Welcome to Tennis Elbow, the column that looks ahead to the latest in tennis. Today, Charles Blouin-Gascon previews day 14 of the 2021 French Open.
What a difference a year makes.
Well okay, it’s more like a matter of a few months rather a full year, because the 2020 French Open was famously delayed and held last fall rather than its typical time during the spring.
So okay, what a difference a matter of seven to eight months makes.
We were reading through our women’s semifinal preview for last year’s Roland-Garros. (You can read it in full here.) We won’t go in full detail what the post explained, but by and large we were discussing how women’s tennis appears to be in great hands. The sport was just about to celebrate its first Grand Slam final between two players, Iga Swiatek and Sofia Kenin, each aged 21 years or younger, we wrote.
What about the 2021 event?
Fast forward to this year’s event and the women’s final this time is between 29-year-old Anastasia Pavlyuchenkova and 25-year-old Barbora Krejcikova. They’ve both emerged unscathed from a weird main draw to play in their first Grand Slam final ever. Absolutely without a doubt, this is a good thing and should be hailed as such. Because for a sport to guarantee its future, we need to see a wide variety of players and individuals to excel early and often.
A little something to note before we give you our prediction on the women’s final: last year in our preview, we explained that half of the players in the Top 10 and Top 20 were aged 25 or younger. Despite what most might see as a surprising and lacklustre final match here in Paris, that proportion still holds true today.
Women’s tennis is fine and will continue to be fine.
Day 14 preview
We’ve reached the point of today’s preview where we examine the women’s Roland-Garros final. How might it shake out? Who will win and in how many sets? Find the answer to all these below. (But factor in, you know, that we’ve been unbelievably bad at these predictions this week.)
Court Philippe-Chatrier: Barbora Krejcikova vs Anastasia Pavlyuchenkova  (First match of the day)
Well who could have seen this women’s final coming? Come on, be honest. At the launch of the 2021 French Open, who had bet the money for their mortgage on a women’s final between the No. 32-ranked and the No. 33-ranked players? No one did, at least no one reading this: because if you had done so, then you would be one rich person right now and why would you be reading this?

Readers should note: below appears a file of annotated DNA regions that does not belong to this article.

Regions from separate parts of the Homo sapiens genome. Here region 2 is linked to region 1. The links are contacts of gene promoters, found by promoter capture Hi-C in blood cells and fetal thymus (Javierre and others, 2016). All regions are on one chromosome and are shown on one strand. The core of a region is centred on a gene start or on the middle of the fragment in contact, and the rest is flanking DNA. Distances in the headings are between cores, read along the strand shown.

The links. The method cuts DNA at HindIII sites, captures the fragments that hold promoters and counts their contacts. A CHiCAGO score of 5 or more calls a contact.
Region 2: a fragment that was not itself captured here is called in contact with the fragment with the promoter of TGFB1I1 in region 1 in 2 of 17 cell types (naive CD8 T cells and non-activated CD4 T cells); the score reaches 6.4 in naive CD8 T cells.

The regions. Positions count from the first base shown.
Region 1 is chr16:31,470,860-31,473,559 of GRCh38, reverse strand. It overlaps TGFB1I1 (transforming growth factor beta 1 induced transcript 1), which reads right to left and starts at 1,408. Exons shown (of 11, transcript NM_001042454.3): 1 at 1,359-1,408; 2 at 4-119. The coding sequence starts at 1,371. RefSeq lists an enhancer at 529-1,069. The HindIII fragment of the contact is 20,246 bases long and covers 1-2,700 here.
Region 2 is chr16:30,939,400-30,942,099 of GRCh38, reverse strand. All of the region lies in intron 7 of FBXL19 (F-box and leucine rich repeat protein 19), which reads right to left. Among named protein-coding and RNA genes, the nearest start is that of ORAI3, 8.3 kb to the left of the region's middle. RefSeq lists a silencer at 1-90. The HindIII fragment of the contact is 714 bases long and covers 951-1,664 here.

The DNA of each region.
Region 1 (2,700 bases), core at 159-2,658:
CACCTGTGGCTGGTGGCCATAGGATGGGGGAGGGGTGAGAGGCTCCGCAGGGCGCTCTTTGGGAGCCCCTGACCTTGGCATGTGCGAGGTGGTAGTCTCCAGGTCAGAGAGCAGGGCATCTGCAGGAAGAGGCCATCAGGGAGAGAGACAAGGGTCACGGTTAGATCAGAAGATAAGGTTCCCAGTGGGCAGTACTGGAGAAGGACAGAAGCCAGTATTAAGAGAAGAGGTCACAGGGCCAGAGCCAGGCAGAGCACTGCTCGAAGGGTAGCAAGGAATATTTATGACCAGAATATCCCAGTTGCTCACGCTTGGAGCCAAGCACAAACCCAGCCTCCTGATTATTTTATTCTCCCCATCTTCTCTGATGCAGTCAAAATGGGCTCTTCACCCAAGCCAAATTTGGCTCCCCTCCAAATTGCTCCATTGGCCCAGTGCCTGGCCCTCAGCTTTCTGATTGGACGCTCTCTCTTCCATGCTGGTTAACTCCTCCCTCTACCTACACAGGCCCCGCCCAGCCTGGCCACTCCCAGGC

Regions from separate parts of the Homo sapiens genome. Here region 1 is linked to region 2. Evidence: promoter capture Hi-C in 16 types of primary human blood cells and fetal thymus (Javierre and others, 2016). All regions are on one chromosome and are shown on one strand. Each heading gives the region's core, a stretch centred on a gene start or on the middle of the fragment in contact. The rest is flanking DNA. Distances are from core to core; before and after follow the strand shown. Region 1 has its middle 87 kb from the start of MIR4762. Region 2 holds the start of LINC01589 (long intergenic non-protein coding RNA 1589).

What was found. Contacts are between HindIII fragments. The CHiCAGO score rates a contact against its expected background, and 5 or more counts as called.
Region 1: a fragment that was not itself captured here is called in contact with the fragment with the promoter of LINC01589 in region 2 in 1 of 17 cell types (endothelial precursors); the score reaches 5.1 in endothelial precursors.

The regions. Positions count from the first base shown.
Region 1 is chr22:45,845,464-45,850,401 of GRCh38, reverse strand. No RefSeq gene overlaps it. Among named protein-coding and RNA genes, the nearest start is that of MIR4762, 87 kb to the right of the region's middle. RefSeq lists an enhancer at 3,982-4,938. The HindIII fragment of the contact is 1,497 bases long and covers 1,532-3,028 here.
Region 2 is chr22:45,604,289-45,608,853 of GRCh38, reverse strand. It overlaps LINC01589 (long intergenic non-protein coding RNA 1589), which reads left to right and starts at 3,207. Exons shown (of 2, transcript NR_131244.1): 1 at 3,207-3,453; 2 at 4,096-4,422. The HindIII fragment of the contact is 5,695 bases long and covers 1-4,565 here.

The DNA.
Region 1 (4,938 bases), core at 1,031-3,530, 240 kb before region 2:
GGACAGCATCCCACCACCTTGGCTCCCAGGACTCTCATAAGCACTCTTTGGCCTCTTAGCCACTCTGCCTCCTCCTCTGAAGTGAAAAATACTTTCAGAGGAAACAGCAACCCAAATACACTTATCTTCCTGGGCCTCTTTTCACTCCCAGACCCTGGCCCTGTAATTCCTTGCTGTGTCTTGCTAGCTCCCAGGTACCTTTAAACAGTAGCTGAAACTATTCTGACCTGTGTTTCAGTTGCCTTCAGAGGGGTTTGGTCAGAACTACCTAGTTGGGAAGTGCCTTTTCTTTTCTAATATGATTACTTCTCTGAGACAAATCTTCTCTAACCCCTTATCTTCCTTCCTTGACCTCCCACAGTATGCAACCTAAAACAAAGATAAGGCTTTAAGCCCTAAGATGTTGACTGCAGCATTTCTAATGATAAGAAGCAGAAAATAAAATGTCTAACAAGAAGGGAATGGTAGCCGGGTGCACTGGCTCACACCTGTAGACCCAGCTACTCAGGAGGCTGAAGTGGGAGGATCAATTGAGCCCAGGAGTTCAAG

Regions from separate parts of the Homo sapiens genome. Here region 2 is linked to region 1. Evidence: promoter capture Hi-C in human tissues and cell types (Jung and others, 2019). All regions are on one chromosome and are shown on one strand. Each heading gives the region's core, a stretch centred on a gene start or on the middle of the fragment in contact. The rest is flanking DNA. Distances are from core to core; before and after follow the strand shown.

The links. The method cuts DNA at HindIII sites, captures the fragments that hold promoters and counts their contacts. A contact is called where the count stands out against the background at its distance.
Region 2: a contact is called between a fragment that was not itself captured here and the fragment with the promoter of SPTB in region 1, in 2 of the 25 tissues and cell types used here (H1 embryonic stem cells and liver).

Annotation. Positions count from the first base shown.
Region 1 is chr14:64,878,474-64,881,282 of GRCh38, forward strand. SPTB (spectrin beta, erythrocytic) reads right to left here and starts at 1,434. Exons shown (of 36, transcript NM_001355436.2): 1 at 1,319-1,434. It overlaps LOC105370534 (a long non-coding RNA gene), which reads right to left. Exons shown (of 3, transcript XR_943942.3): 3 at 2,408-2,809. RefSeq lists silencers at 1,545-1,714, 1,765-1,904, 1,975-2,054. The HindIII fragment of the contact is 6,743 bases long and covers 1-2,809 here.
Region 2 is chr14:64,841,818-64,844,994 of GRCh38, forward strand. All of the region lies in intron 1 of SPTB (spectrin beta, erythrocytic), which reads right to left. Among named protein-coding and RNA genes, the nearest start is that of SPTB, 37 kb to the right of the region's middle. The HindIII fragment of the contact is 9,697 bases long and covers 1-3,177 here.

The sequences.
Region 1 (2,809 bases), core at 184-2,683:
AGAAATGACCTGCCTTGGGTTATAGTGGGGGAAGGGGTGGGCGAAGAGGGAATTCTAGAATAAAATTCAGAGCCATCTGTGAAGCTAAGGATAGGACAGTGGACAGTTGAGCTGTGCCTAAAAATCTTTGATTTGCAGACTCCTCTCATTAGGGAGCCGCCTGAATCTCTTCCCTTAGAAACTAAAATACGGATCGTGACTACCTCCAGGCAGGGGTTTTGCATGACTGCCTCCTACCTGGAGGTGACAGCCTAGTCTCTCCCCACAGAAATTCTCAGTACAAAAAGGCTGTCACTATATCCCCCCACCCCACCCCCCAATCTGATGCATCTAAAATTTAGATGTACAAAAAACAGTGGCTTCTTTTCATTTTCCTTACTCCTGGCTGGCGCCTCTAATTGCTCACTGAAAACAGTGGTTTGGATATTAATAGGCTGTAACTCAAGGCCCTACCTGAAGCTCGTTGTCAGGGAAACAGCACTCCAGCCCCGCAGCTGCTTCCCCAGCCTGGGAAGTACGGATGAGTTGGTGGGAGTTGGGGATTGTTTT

??Anastasia Pavlyuchenkova v Barbora Krejcikova??
— Roland-Garros (@rolandgarros) June 10, 2021
In any case, we have quite the barnburner of a singles Grand Slam final. For one thing, we have two players who have never reached the stage experiencing it for the first time. We know we’ll be crowing a new major winner and if you think that’s a problem, just look over on the men’s side and what a bright (read: sad) future the sport has just because every generation keeps failing at breaking through the glass ceiling.
Anastasia Pavlyuchenkova has reached a first major final and undoubtedly took the scenic route to get there with three straight three-set wins in the middle portion of the draw. She’s an attacking player who’s tough to beat when she gets her shots to fall in. Doubly so if she can now shake off lucky and unreal shots like what Tamara Zidansek unleashed in their semifinal.
Yep, Zidansek hit the shot of the tournament, at least.pic.twitter.com/xq1O51dm4R
— Ben Rothenberg (@BenRothenberg) June 10, 2021
Barbora Krejcikova, meanwhile, started with a three-set win in the first round and hasn’t stopped surprising all of us since. Since that close call in her first match, the Czech player mostly had a smooth run right up until the semifinal win against Maria Sakkari, a match that went three sets and where she needed all of five match points to finish things off.
Who should we predict as the winner of this unlikely Grand Slam final? It’s tough to say considering that the two players have never played each other. We don’t feel exactly strong about it, but let’s give Pavlyuchenkova the win in three sets.
Follow Charles Blouin-Gascon on Twitter @RealCBG